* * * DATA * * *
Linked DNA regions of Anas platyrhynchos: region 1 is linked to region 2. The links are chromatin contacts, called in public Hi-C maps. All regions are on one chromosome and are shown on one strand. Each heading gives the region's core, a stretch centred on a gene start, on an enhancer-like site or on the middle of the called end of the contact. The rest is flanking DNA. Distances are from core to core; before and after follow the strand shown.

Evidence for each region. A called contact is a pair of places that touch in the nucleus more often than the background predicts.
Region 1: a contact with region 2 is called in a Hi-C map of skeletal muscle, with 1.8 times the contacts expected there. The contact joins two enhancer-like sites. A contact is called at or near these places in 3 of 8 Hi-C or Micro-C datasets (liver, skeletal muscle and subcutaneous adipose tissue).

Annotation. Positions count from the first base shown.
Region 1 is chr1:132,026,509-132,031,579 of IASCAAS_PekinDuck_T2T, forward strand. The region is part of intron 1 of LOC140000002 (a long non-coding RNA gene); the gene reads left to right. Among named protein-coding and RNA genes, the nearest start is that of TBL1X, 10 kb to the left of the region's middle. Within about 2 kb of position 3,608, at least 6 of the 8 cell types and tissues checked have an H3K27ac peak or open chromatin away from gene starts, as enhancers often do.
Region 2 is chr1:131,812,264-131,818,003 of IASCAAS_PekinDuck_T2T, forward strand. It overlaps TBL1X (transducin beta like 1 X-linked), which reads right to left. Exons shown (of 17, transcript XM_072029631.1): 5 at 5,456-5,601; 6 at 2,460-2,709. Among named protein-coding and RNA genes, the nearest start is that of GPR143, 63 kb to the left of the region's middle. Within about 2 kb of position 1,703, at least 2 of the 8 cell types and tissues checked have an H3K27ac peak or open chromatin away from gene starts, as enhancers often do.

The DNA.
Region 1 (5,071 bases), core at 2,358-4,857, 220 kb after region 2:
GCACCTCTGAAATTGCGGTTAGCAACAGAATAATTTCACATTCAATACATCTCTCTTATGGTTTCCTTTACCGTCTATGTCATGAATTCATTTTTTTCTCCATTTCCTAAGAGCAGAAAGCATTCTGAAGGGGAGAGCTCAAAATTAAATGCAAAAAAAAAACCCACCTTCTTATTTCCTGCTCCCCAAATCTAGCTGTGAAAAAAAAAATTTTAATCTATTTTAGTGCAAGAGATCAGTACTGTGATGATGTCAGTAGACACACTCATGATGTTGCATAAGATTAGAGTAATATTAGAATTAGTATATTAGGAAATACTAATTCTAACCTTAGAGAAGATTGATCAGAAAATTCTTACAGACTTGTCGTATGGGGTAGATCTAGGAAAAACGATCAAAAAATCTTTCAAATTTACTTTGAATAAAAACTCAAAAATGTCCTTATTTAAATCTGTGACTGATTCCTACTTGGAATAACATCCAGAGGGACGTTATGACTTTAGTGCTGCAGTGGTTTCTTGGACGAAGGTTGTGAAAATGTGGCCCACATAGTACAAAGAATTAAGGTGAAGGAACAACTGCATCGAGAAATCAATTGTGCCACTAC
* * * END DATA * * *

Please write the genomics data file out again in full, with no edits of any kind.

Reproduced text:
Linked DNA regions of Anas platyrhynchos: region 1 is linked to region 2. The links are chromatin contacts, called in public Hi-C maps. All regions are on one chromosome and are shown on one strand. Each heading gives the region's core, a stretch centred on a gene start, on an enhancer-like site or on the middle of the called end of the contact. The rest is flanking DNA. Distances are from core to core; before and after follow the strand shown.

Evidence for each region. A called contact is a pair of places that touch in the nucleus more often than the background predicts.
Region 1: a contact with region 2 is called in a Hi-C map of skeletal muscle, with 1.8 times the contacts expected there. The contact joins two enhancer-like sites. A contact is called at or near these places in 3 of 8 Hi-C or Micro-C datasets (liver, skeletal muscle and subcutaneous adipose tissue).

Annotation. Positions count from the first base shown.
Region 1 is chr1:132,026,509-132,031,579 of IASCAAS_PekinDuck_T2T, forward strand. The region is part of intron 1 of LOC140000002 (a long non-coding RNA gene); the gene reads left to right. Among named protein-coding and RNA genes, the nearest start is that of TBL1X, 10 kb to the left of the region's middle. Within about 2 kb of position 3,608, at least 6 of the 8 cell types and tissues checked have an H3K27ac peak or open chromatin away from gene starts, as enhancers often do.
Region 2 is chr1:131,812,264-131,818,003 of IASCAAS_PekinDuck_T2T, forward strand. It overlaps TBL1X (transducin beta like 1 X-linked), which reads right to left. Exons shown (of 17, transcript XM_072029631.1): 5 at 5,456-5,601; 6 at 2,460-2,709. Among named protein-coding and RNA genes, the nearest start is that of GPR143, 63 kb to the left of the region's middle. Within about 2 kb of position 1,703, at least 2 of the 8 cell types and tissues checked have an H3K27ac peak or open chromatin away from gene starts, as enhancers often do.

The DNA.
Region 1 (5,071 bases), core at 2,358-4,857, 220 kb after region 2:
GCACCTCTGAAATTGCGGTTAGCAACAGAATAATTTCACATTCAATACATCTCTCTTATGGTTTCCTTTACCGTCTATGTCATGAATTCATTTTTTTCTCCATTTCCTAAGAGCAGAAAGCATTCTGAAGGGGAGAGCTCAAAATTAAATGCAAAAAAAAAACCCACCTTCTTATTTCCTGCTCCCCAAATCTAGCTGTGAAAAAAAAAATTTTAATCTATTTTAGTGCAAGAGATCAGTACTGTGATGATGTCAGTAGACACACTCATGATGTTGCATAAGATTAGAGTAATATTAGAATTAGTATATTAGGAAATACTAATTCTAACCTTAGAGAAGATTGATCAGAAAATTCTTACAGACTTGTCGTATGGGGTAGATCTAGGAAAAACGATCAAAAAATCTTTCAAATTTACTTTGAATAAAAACTCAAAAATGTCCTTATTTAAATCTGTGACTGATTCCTACTTGGAATAACATCCAGAGGGACGTTATGACTTTAGTGCTGCAGTGGTTTCTTGGACGAAGGTTGTGAAAATGTGGCCCACATAGTACAAAGAATTAAGGTGAAGGAACAACTGCATCGAGAAATCAATTGTGCCACTAC